Sloan's study results, in the form of 24 graphs and six tables of statistics displayed via PowerPoint, seemed to indicate that he and his coauthors were turning the dial that mattered. The visuals showed that for stock analysts across the spectrum, long-term forecasts of a corporation's earnings growth peak in the month or two before an IPO by the corporation; so does the degree of error in the long-term growth forecasts. The same went for the analysts' target prices—that is, their predictions of what a stock will cost a year and two years in the future—which, according to Sloan et al., have proven to be 80 percent too high for corporations doing IPOs but only 20 percent too high for other corporations.

If the conference attendees—some 80 professors, graduate students, and industry suits—believed Sloan was being too hard on Wall Street, nobody ever voiced that belief, nor did anyone even appear surprised by the paper's somewhat depressing conclusions.

In addition to Sloan's paper, another conference high point was the sweeping indictment of a whole academic subdiscipline by one of the aforesaid industry representatives, Richard O. Michaud, president and chief investment officer of the Boston firm New Frontiers Advisors. The targeted subdiscipline, behavioral finance, discards the classical economic view that markets are perfectly rational and uses the methods of psychology to explain odd behavior like the 1990s boom in the stock of unprofitable dot-com start-ups. Michaud argued that behavioral finance disciples ignore obvious rational explanations for the behavior they're trying to account for; that they study sample periods when their explanations work and ignore other periods when the explanations fail; and that their findings have "little investment value"—that is, you can't make any money from them.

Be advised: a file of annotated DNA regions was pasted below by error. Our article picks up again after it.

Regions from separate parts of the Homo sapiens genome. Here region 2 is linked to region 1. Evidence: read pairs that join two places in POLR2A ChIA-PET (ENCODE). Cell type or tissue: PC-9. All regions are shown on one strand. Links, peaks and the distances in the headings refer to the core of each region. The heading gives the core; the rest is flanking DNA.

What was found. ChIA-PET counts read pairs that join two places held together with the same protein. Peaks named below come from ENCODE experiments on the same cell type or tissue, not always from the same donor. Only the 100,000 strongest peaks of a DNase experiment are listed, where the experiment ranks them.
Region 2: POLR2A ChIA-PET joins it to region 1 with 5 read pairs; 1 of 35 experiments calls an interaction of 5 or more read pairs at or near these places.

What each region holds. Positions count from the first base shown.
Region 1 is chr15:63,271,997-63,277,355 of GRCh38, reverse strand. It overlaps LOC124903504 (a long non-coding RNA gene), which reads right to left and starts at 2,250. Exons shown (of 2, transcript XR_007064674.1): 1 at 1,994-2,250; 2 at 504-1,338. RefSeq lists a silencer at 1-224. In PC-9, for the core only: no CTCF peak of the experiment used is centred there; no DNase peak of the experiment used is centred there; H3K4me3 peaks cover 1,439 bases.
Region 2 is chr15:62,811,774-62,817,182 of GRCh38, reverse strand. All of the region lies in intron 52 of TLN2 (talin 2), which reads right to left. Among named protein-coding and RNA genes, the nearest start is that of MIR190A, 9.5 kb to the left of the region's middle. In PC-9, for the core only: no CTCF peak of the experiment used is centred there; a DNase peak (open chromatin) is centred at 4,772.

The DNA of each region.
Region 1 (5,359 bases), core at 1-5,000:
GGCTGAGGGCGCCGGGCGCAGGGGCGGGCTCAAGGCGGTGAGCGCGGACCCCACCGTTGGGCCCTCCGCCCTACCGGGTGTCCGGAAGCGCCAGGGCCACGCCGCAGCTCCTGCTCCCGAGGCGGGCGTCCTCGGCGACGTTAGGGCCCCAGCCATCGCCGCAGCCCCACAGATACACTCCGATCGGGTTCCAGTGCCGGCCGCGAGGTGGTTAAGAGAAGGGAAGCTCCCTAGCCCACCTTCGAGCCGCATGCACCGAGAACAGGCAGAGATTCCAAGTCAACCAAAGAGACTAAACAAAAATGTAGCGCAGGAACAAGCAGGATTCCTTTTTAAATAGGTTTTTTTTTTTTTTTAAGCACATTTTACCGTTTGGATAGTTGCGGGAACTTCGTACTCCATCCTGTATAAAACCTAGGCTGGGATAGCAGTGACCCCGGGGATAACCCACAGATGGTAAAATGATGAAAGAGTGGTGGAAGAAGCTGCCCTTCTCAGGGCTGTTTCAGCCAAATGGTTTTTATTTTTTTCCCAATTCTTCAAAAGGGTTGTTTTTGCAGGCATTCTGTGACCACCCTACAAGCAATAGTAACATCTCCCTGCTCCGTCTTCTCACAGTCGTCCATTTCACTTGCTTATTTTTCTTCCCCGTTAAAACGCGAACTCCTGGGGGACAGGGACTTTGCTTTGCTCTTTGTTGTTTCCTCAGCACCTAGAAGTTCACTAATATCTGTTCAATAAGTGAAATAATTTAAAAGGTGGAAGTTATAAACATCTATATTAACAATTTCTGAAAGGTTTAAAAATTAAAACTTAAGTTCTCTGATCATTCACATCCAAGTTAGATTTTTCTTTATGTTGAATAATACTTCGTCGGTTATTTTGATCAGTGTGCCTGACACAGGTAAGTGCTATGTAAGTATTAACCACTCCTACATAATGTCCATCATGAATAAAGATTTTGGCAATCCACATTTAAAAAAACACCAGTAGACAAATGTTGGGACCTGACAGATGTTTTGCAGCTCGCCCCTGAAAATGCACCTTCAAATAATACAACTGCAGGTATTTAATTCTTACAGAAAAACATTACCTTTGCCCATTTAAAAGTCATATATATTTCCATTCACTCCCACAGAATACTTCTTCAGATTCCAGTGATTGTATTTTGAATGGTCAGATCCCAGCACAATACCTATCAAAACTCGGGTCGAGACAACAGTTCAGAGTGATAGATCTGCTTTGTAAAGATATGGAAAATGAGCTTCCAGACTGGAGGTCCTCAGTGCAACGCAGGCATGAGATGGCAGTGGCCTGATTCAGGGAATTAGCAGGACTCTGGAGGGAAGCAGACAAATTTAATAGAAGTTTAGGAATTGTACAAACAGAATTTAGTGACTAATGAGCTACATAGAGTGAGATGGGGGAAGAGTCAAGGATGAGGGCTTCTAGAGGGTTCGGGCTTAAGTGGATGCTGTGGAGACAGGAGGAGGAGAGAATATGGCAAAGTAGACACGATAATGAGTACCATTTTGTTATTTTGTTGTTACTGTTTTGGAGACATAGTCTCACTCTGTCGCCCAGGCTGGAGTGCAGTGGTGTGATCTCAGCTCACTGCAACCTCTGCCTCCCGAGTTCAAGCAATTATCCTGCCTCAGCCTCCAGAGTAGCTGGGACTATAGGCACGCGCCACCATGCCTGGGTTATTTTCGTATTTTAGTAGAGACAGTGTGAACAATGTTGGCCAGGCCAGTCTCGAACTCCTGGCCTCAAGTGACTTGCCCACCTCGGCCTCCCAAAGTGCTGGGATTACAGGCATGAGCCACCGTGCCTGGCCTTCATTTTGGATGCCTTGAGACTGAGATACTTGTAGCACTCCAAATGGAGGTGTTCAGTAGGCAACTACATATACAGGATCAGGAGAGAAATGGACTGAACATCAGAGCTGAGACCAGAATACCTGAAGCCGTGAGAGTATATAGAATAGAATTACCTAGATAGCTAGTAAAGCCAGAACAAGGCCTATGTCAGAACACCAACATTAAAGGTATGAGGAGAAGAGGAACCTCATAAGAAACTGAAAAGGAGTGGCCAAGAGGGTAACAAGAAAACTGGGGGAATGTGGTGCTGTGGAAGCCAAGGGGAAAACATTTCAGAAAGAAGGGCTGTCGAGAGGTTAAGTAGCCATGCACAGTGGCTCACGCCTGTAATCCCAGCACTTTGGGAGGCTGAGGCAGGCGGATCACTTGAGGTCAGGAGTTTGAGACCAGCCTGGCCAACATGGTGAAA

Yale finance professor William Goetzmann, a sometime practitioner of behavioral finance, attempted a defense, saying he understood Michaud's concerns but that academics have to look at things beyond investment value, such as "what we can learn about the world." Behavioral finance, Goetzmann went on, is "an honest intellectual endeavor" that is barely 10 years old and may yet have "implications for practical decision making."

"If you're willing to say that behavioral finance has no practical implications . . . I'm willing to accept that," needled Michaud, which pretty much ended the conversation.